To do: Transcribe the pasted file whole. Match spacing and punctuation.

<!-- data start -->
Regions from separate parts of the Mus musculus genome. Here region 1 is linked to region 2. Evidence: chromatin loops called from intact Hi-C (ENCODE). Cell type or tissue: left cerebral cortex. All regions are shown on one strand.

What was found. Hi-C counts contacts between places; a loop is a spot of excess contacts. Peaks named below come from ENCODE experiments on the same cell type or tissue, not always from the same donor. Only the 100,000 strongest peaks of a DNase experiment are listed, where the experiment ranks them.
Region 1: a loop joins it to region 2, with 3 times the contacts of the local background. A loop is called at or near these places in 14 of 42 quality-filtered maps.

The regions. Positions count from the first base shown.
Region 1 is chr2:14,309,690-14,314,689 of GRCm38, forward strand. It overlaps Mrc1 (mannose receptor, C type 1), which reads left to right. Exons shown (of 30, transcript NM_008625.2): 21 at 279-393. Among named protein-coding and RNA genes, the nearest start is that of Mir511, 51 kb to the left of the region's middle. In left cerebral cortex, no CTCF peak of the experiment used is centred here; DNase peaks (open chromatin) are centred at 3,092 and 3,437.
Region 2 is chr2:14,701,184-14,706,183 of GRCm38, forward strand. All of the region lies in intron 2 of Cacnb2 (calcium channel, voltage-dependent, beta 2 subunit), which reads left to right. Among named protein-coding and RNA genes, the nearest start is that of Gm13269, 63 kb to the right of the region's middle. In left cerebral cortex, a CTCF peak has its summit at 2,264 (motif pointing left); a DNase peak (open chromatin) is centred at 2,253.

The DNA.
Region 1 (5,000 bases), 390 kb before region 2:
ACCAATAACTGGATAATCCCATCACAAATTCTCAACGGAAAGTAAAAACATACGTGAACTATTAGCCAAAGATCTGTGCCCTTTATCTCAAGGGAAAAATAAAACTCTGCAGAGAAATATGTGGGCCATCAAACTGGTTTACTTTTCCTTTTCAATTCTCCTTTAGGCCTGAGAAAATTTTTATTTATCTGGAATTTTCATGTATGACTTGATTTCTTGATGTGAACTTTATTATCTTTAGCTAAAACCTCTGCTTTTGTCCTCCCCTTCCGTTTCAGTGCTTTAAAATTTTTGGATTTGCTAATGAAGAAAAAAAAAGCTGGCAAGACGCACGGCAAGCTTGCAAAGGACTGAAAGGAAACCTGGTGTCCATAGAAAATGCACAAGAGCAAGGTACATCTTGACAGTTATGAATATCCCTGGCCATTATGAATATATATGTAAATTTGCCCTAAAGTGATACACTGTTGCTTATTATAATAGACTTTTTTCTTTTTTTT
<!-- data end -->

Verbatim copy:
Regions from separate parts of the Mus musculus genome. Here region 1 is linked to region 2. Evidence: chromatin loops called from intact Hi-C (ENCODE). Cell type or tissue: left cerebral cortex. All regions are shown on one strand.

What was found. Hi-C counts contacts between places; a loop is a spot of excess contacts. Peaks named below come from ENCODE experiments on the same cell type or tissue, not always from the same donor. Only the 100,000 strongest peaks of a DNase experiment are listed, where the experiment ranks them.
Region 1: a loop joins it to region 2, with 3 times the contacts of the local background. A loop is called at or near these places in 14 of 42 quality-filtered maps.

The regions. Positions count from the first base shown.
Region 1 is chr2:14,309,690-14,314,689 of GRCm38, forward strand. It overlaps Mrc1 (mannose receptor, C type 1), which reads left to right. Exons shown (of 30, transcript NM_008625.2): 21 at 279-393. Among named protein-coding and RNA genes, the nearest start is that of Mir511, 51 kb to the left of the region's middle. In left cerebral cortex, no CTCF peak of the experiment used is centred here; DNase peaks (open chromatin) are centred at 3,092 and 3,437.
Region 2 is chr2:14,701,184-14,706,183 of GRCm38, forward strand. All of the region lies in intron 2 of Cacnb2 (calcium channel, voltage-dependent, beta 2 subunit), which reads left to right. Among named protein-coding and RNA genes, the nearest start is that of Gm13269, 63 kb to the right of the region's middle. In left cerebral cortex, a CTCF peak has its summit at 2,264 (motif pointing left); a DNase peak (open chromatin) is centred at 2,253.

The DNA.
Region 1 (5,000 bases), 390 kb before region 2:
ACCAATAACTGGATAATCCCATCACAAATTCTCAACGGAAAGTAAAAACATACGTGAACTATTAGCCAAAGATCTGTGCCCTTTATCTCAAGGGAAAAATAAAACTCTGCAGAGAAATATGTGGGCCATCAAACTGGTTTACTTTTCCTTTTCAATTCTCCTTTAGGCCTGAGAAAATTTTTATTTATCTGGAATTTTCATGTATGACTTGATTTCTTGATGTGAACTTTATTATCTTTAGCTAAAACCTCTGCTTTTGTCCTCCCCTTCCGTTTCAGTGCTTTAAAATTTTTGGATTTGCTAATGAAGAAAAAAAAAGCTGGCAAGACGCACGGCAAGCTTGCAAAGGACTGAAAGGAAACCTGGTGTCCATAGAAAATGCACAAGAGCAAGGTACATCTTGACAGTTATGAATATCCCTGGCCATTATGAATATATATGTAAATTTGCCCTAAAGTGATACACTGTTGCTTATTATAATAGACTTTTTTCTTTTTTTT